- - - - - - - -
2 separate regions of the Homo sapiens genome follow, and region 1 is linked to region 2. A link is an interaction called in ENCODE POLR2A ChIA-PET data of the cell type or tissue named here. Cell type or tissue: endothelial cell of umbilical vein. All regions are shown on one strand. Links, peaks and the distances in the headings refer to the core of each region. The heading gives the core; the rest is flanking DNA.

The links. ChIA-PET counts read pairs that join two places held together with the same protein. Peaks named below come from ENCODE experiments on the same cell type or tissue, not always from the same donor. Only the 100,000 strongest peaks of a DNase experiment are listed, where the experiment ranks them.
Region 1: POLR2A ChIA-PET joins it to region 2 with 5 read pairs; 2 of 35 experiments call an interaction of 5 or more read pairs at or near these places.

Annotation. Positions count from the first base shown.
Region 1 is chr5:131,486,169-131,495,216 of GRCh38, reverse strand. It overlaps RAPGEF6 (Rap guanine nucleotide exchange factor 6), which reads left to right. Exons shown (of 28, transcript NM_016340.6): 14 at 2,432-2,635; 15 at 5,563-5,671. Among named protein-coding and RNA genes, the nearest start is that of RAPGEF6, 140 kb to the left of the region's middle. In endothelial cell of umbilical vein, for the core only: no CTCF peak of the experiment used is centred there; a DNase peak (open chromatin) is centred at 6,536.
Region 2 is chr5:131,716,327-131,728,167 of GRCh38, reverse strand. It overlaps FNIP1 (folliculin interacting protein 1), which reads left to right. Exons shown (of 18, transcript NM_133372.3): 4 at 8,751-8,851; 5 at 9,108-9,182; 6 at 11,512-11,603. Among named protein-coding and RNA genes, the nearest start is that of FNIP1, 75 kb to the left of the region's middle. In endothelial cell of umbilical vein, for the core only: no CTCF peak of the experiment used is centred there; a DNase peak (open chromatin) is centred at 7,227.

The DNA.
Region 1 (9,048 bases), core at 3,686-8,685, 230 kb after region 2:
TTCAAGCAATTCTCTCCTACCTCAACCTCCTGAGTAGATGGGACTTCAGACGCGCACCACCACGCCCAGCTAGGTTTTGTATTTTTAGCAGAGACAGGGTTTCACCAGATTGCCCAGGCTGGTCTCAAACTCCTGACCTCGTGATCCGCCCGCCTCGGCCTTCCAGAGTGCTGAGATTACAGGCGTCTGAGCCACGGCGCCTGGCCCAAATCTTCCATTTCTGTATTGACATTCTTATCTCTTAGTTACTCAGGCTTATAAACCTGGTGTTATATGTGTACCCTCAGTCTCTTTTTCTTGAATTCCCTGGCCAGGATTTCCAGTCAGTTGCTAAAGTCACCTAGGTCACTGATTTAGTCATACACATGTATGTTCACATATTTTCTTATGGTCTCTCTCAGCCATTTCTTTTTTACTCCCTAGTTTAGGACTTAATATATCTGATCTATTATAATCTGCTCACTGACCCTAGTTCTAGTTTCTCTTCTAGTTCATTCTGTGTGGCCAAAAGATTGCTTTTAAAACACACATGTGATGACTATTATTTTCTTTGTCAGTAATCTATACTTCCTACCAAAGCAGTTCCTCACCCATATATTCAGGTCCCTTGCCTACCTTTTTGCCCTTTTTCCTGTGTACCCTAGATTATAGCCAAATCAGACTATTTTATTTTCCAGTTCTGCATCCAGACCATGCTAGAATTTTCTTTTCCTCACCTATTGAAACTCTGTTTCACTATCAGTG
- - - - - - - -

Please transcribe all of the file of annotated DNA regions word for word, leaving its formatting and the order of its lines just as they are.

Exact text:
2 separate regions of the Homo sapiens genome follow, and region 1 is linked to region 2. A link is an interaction called in ENCODE POLR2A ChIA-PET data of the cell type or tissue named here. Cell type or tissue: endothelial cell of umbilical vein. All regions are shown on one strand. Links, peaks and the distances in the headings refer to the core of each region. The heading gives the core; the rest is flanking DNA.

The links. ChIA-PET counts read pairs that join two places held together with the same protein. Peaks named below come from ENCODE experiments on the same cell type or tissue, not always from the same donor. Only the 100,000 strongest peaks of a DNase experiment are listed, where the experiment ranks them.
Region 1: POLR2A ChIA-PET joins it to region 2 with 5 read pairs; 2 of 35 experiments call an interaction of 5 or more read pairs at or near these places.

Annotation. Positions count from the first base shown.
Region 1 is chr5:131,486,169-131,495,216 of GRCh38, reverse strand. It overlaps RAPGEF6 (Rap guanine nucleotide exchange factor 6), which reads left to right. Exons shown (of 28, transcript NM_016340.6): 14 at 2,432-2,635; 15 at 5,563-5,671. Among named protein-coding and RNA genes, the nearest start is that of RAPGEF6, 140 kb to the left of the region's middle. In endothelial cell of umbilical vein, for the core only: no CTCF peak of the experiment used is centred there; a DNase peak (open chromatin) is centred at 6,536.
Region 2 is chr5:131,716,327-131,728,167 of GRCh38, reverse strand. It overlaps FNIP1 (folliculin interacting protein 1), which reads left to right. Exons shown (of 18, transcript NM_133372.3): 4 at 8,751-8,851; 5 at 9,108-9,182; 6 at 11,512-11,603. Among named protein-coding and RNA genes, the nearest start is that of FNIP1, 75 kb to the left of the region's middle. In endothelial cell of umbilical vein, for the core only: no CTCF peak of the experiment used is centred there; a DNase peak (open chromatin) is centred at 7,227.

The DNA.
Region 1 (9,048 bases), core at 3,686-8,685, 230 kb after region 2:
TTCAAGCAATTCTCTCCTACCTCAACCTCCTGAGTAGATGGGACTTCAGACGCGCACCACCACGCCCAGCTAGGTTTTGTATTTTTAGCAGAGACAGGGTTTCACCAGATTGCCCAGGCTGGTCTCAAACTCCTGACCTCGTGATCCGCCCGCCTCGGCCTTCCAGAGTGCTGAGATTACAGGCGTCTGAGCCACGGCGCCTGGCCCAAATCTTCCATTTCTGTATTGACATTCTTATCTCTTAGTTACTCAGGCTTATAAACCTGGTGTTATATGTGTACCCTCAGTCTCTTTTTCTTGAATTCCCTGGCCAGGATTTCCAGTCAGTTGCTAAAGTCACCTAGGTCACTGATTTAGTCATACACATGTATGTTCACATATTTTCTTATGGTCTCTCTCAGCCATTTCTTTTTTACTCCCTAGTTTAGGACTTAATATATCTGATCTATTATAATCTGCTCACTGACCCTAGTTCTAGTTTCTCTTCTAGTTCATTCTGTGTGGCCAAAAGATTGCTTTTAAAACACACATGTGATGACTATTATTTTCTTTGTCAGTAATCTATACTTCCTACCAAAGCAGTTCCTCACCCATATATTCAGGTCCCTTGCCTACCTTTTTGCCCTTTTTCCTGTGTACCCTAGATTATAGCCAAATCAGACTATTTTATTTTCCAGTTCTGCATCCAGACCATGCTAGAATTTTCTTTTCCTCACCTATTGAAACTCTGTTTCACTATCAGTG